An electron is a fermion and the Pauli Principle states that the total wave function for a system of fermions must be antisymmetric when particles are interchanged. Suppose the total wave function is ψ(q1,q2,q3,...) where q1,q2,q3,... are the coordinates / quantum numbers of electrons 1, 2, 3,… If electrons 1 and 2 are exchanged:

    \[\psi \left ( q_{1}, q_{2}, q_{3}, q_{4}, ... \right ) = - \psi \left ( q_{2}, q_{1}, q_{3}, q_{4}, ... \right ) \]
    Suppose there were two electrons with the same set of quantum numbers (q1), then the total wave function would be ψ(q1,q1,q3,...). If the two electrons with the same set of quantum numbers were switched then Equation (4) results.

    \[\psi \left ( q_{1}, q_{1}, q_{3}, q_{4}, ... \right ) = - \psi \left ( q_{1}, q_{1}, q_{3}, q_{4}, ... \right ) \]
    For any function, f(x), if f(x) = -f(x) then f(x) must be equal to zero. If ψ(q1,q1,q3,...) is equal to zero then probability of any two electrons having the same identical set of quantum numbers is zero.

    In the case of electrons in the particle in a box there are two quantum numbers, n and spin. The quantum number n = 1, 2, 3… and the spin of an electron can be either up (+1/2) or down (-1/2). So each level of the particle in a box can contain two electrons, one spin up and the other spin down. Figure 3 shows how pi electrons for dye A (a 6 electron system) and dye B (a 8 electron system) are contained in the box when it is in the ground state. Note that the energy levels are more closely spaced due to the fact that dye B is represented by a larger box.

    Figure 3. Assignment of electrons into particle in a box model for dyes A and B. The figure also shows the change in state caused by the absorption of a photon.
    Dye A Dye B

    Absorption of Energy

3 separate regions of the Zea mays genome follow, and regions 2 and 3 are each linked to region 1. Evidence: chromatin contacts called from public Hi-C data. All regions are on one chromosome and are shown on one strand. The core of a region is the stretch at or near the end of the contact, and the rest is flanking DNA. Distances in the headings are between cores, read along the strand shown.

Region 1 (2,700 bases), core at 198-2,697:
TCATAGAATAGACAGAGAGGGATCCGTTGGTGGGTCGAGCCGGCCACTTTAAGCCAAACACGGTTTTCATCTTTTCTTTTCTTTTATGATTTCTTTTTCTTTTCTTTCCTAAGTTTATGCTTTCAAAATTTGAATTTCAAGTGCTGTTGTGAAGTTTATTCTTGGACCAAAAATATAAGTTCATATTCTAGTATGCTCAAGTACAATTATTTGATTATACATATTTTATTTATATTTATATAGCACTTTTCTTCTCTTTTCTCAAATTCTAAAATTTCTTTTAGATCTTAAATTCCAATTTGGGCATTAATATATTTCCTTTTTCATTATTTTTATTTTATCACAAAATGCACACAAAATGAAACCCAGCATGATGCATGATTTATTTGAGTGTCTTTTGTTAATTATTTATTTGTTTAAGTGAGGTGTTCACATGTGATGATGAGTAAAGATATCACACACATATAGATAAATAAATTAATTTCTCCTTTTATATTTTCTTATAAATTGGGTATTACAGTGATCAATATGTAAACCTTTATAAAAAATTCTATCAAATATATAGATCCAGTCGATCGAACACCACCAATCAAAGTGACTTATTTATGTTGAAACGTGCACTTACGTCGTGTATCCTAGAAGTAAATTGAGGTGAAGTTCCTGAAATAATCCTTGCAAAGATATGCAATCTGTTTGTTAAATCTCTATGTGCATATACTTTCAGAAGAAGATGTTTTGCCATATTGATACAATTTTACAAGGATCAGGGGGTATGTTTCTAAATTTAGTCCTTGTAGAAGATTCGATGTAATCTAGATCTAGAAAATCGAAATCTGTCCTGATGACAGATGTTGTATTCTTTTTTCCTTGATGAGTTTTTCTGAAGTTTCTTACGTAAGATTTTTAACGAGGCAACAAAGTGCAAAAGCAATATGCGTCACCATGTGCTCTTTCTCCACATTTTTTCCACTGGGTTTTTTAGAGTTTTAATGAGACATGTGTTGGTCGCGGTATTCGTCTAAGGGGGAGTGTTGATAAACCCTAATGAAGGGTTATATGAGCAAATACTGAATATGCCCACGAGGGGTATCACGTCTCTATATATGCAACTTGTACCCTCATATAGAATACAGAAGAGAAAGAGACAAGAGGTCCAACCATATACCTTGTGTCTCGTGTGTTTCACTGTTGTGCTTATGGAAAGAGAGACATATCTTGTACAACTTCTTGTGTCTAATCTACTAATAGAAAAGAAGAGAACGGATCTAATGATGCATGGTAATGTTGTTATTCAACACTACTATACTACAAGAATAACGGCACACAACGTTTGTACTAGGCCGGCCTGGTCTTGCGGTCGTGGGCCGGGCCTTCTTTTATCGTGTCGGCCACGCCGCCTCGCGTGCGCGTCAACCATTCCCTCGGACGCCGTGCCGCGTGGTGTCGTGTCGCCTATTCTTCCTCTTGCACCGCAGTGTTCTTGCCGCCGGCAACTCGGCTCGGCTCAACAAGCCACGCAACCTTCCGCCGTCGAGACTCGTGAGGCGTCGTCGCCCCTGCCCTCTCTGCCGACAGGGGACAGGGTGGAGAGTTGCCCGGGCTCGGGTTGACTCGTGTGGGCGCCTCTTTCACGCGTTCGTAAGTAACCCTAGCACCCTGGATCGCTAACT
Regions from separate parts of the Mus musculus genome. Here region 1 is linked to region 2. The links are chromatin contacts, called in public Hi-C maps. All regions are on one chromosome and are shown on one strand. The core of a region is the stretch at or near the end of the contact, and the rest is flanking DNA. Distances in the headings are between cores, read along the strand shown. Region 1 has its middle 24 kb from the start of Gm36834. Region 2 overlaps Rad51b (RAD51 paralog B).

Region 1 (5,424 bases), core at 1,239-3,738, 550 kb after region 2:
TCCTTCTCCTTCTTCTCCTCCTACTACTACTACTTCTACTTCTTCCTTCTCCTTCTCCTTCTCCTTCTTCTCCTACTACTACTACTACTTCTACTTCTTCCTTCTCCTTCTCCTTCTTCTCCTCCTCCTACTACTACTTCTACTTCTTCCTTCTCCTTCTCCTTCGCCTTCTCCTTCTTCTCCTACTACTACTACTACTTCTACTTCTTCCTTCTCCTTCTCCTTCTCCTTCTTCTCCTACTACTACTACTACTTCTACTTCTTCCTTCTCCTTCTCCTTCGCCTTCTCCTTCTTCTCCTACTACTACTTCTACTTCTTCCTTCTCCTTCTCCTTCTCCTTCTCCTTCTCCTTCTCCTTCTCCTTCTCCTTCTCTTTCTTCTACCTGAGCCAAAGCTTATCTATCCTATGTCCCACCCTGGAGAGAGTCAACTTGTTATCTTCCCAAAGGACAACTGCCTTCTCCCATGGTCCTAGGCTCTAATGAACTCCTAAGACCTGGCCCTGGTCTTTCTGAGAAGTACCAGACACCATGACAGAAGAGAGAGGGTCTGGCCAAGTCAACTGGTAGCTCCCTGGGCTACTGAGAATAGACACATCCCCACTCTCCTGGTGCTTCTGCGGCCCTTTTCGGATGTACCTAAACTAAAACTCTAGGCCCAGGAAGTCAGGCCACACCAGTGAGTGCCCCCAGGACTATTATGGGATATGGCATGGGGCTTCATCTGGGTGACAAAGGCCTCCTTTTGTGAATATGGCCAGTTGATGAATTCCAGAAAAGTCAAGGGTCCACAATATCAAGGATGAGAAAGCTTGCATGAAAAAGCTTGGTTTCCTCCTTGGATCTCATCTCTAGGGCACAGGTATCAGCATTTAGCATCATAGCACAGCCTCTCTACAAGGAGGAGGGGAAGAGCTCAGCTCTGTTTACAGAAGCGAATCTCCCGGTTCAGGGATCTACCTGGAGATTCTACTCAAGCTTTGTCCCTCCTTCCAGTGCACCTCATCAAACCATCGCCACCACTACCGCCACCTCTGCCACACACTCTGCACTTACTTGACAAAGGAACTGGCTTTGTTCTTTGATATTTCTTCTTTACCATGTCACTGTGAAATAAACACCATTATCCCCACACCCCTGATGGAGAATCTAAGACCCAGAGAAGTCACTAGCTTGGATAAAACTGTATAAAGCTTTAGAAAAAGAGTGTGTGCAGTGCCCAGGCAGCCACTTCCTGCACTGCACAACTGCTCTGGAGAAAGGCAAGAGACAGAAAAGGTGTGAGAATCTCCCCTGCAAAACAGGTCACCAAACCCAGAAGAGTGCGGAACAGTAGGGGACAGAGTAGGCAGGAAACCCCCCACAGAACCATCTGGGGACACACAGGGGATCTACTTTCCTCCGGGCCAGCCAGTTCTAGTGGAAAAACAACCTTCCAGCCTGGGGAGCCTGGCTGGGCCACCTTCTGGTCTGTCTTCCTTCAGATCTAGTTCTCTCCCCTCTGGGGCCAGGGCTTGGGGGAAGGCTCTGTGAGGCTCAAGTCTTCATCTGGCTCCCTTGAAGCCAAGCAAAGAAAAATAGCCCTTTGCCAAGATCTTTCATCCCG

The change in energy associated with an electron jumping from one state to another is given by equation (5).
    \[ \Delta E = \frac{h^{2}}{8mL^{2}} \left ( n_{f}^{2} - n_{i}^{2} \right ) \]
    where: ΔE is the change in energy, h is Planck’s constant, m is the mass of the electron, L is the length of the box and ni and nf are the initial and final quantum numbers.

    Three things need to be considered to calculate the energy changes from Equation 5. For the dyes studied in this experiment the number of electrons (N) is an even number, p. There will be two electrons per energy level because of the Pauli Exclusion Principle. The principle quantum number changes by +1. Mathematically:

    Equations (6 - 9)
    \[p=n_{i}=\frac{N}{2} \] \[ n_{f}=n_{i}+1\] \[ \Delta E = \frac{h^{2}}{8mL^{2}} \left [ \left ( p + 1 \right )^{2} - p^{2}\right ] \] \[ \Delta E = \frac{h^{2}}{8mL^{2}} \left ( 2p+1 \right ) \]
    Remembering that:
    \[ \lambda _{abs} = \frac{hc}{\Delta E} \]
    where λabs is the wavelength of the absorbed radiation and c is the speed of light, the following equations result.
    \[ \lambda _{abs} = \frac{8mL^{2}c}{h\left ( 2p+1 \right )} \] or Equation (11) \[ L=\sqrt{\frac{\lambda _{abs}h\left ( 2p +1 \right )}{8mc}} \]
    In the experiment the length of the conjugated pi-system will be calculated for each dye from measurements of λabs and Equation (11).


    All six dyes: 1,1'-Diethyl-4,4'-cyanine iodide, 1,1'-Diethyl-4,4'-carbocyanine iodide, 1,1'-Diethyl4,4'-dicarbocyanine iodide, 1,1'-Diethyl-2,2'-cyanine iodide, 1,1'-Diethyl-2,2'-carbocyanine iodide and 1,1'-Diethyl-2,2'-dicarbocyanine iodide and methanol are considered highly toxic and irritate the skin. Do not get the dye solutions or methanol on your skin or in your eyes. Wear eye protection.